From behind his desk, District Justice Richard Luther’s face is hard to read. Behind the large black suit and thick glasses is a man who despite being a District Judge for eight years still has the demeanor of the quintessential “beat cop.” As I outlined in my first article my work at the McKean County courthouse takes me to a wide variety of places, and on this particular day it took me to the Foster Township Building.
The docket on that day was light, a child abuse preliminary hearing that morning and a DUI hearing that afternoon. The light case load made for plenty of time to converse with the Judge. After asking the usual questions one asks a college student (Where do you go to school? What is your major?) we proceeded to talk about politics. Being a former cop, and this being during the protests by the Black Lives Matter movement, I decided to cut right to the heart of the issue and ask what he thought of the current wave of tension between the Black Lives Matter movement and the police. “Matthew, whenever there is an event like this there are always two sides that are both at fault” he said. “There are bad people out protesting, but there are also bad cops out there.” At that moment I realized that this was a perfect response for a fair minded judge to make.
I will be honest, when it comes to these kinds of issues, I am prone to the same sort of black and white kind of thinking that plagues Americans. Looking at my background it is not hard to see why I think this way. My father is a former police officer and many of the people I grew up around are some of the finest officers ever known. Also in a sort of Andy Griffith-esque way (if indeed I can say such a thing) many of the police officers I knew where not scary monsters that only came out at night, rather they were everyday people I would find at the local restaurant eating pasta on Thursday before heading back out into the streets.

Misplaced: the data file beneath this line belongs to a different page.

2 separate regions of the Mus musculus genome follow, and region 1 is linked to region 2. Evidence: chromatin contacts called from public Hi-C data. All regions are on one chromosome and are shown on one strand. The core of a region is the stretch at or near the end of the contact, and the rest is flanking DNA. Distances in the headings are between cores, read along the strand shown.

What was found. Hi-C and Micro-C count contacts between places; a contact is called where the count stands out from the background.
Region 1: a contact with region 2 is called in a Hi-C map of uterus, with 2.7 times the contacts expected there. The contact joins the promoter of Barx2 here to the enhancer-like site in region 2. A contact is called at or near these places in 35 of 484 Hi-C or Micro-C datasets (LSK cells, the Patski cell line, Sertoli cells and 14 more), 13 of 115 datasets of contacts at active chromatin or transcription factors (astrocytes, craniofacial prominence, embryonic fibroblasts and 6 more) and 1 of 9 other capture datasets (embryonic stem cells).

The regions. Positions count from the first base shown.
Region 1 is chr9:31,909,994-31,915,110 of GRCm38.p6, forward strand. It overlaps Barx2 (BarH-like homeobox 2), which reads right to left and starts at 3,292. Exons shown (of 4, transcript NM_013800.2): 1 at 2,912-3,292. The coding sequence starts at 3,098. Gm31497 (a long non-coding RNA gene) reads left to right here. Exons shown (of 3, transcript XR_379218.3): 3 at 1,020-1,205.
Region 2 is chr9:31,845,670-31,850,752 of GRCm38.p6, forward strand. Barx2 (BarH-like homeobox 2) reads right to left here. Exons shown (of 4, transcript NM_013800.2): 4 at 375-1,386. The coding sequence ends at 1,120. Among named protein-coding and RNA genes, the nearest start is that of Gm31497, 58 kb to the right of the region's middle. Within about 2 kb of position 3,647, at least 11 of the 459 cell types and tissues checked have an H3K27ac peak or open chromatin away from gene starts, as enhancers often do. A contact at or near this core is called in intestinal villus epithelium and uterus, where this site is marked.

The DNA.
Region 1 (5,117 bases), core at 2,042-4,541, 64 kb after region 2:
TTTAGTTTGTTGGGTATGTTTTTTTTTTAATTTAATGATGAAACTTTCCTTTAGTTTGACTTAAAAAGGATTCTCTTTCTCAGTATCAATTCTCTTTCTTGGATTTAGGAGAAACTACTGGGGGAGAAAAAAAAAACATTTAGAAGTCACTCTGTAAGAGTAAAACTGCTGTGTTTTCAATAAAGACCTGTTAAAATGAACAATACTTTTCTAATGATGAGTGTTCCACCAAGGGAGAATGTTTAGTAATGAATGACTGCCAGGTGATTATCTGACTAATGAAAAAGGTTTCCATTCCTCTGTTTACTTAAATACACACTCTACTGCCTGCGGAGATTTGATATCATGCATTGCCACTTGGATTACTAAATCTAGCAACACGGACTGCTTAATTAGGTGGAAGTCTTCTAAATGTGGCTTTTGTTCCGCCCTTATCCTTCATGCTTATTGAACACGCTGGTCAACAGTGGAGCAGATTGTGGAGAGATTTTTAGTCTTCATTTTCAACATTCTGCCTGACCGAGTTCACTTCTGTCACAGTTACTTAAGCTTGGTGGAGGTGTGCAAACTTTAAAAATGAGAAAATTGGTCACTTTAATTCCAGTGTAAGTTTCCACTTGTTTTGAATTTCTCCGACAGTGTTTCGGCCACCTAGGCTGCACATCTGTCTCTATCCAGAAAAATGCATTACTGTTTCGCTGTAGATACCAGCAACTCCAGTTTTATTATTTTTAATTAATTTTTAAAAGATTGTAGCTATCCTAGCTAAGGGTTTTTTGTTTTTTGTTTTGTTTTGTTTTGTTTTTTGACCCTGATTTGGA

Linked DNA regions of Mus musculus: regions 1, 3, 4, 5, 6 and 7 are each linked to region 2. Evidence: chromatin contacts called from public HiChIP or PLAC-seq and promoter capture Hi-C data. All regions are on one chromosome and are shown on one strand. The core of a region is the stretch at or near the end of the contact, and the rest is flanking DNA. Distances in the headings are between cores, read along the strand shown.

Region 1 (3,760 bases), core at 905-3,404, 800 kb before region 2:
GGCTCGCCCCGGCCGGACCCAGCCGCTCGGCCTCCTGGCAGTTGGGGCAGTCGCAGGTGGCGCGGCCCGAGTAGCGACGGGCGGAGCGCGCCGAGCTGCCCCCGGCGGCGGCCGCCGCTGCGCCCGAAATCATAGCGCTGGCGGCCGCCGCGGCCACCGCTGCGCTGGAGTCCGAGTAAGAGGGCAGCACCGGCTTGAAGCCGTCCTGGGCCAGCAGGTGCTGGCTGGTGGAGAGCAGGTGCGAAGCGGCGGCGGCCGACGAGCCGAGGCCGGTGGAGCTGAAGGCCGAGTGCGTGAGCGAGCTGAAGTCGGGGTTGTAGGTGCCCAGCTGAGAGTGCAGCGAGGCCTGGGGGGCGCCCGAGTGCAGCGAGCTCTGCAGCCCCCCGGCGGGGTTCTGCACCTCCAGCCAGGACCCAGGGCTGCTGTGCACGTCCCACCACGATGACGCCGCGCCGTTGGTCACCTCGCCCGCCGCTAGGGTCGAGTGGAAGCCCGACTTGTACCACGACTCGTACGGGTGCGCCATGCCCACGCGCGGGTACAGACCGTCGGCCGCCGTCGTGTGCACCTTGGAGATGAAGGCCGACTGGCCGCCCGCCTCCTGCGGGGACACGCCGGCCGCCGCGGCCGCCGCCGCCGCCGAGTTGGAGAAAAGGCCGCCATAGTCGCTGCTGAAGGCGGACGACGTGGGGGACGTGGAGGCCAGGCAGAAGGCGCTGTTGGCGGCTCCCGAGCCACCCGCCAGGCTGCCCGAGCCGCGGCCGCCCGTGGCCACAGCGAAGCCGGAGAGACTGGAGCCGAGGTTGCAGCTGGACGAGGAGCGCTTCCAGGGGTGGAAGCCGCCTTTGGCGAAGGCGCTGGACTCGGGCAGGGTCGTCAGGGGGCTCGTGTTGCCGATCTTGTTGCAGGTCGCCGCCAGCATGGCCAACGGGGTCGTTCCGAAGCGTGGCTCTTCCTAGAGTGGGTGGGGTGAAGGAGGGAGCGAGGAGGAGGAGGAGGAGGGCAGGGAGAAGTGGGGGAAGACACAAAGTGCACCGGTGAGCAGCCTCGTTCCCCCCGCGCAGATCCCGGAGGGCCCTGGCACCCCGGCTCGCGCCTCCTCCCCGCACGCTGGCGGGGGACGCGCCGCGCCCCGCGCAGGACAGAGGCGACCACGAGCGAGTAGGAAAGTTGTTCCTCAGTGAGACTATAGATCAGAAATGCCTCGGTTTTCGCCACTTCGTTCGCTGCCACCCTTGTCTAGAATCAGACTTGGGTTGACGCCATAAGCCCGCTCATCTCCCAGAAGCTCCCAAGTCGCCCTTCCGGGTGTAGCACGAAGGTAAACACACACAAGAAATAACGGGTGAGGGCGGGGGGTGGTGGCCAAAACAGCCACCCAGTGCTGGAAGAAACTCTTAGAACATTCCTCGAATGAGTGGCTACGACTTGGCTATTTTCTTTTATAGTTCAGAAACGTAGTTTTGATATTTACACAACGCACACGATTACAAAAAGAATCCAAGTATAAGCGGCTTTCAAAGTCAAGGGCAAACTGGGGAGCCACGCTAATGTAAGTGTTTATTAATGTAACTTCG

However, it isn’t that way for many Americans, as many are so involved with crime and drugs that they rarely see the person behind the badge, as I have been blessed to see. I touched on the subject of crime in rural America in my last article, and it was no less prevalent in the judge’s office (as you can well imagine).
As I was leaving, one of the most poignant moments of the entire experience was when I began to wrap up my visit. The judge, looking down at his desk, pushed up his glasses and said to me “Matt, I’m really worried about the direction our country is headed in.” Normally, I would be inclined to resort to my usual ray of optimism, but in truth I could not agree more. But just as previous generations fought waves of crime and lawlessness, we too now take on the unenviable task of fighting the opiate epidemic, and keeping the streets of our great nation safe. Most importantly, we continue the work of making us one people, one nation, under God, indivisible with liberty and justice for all.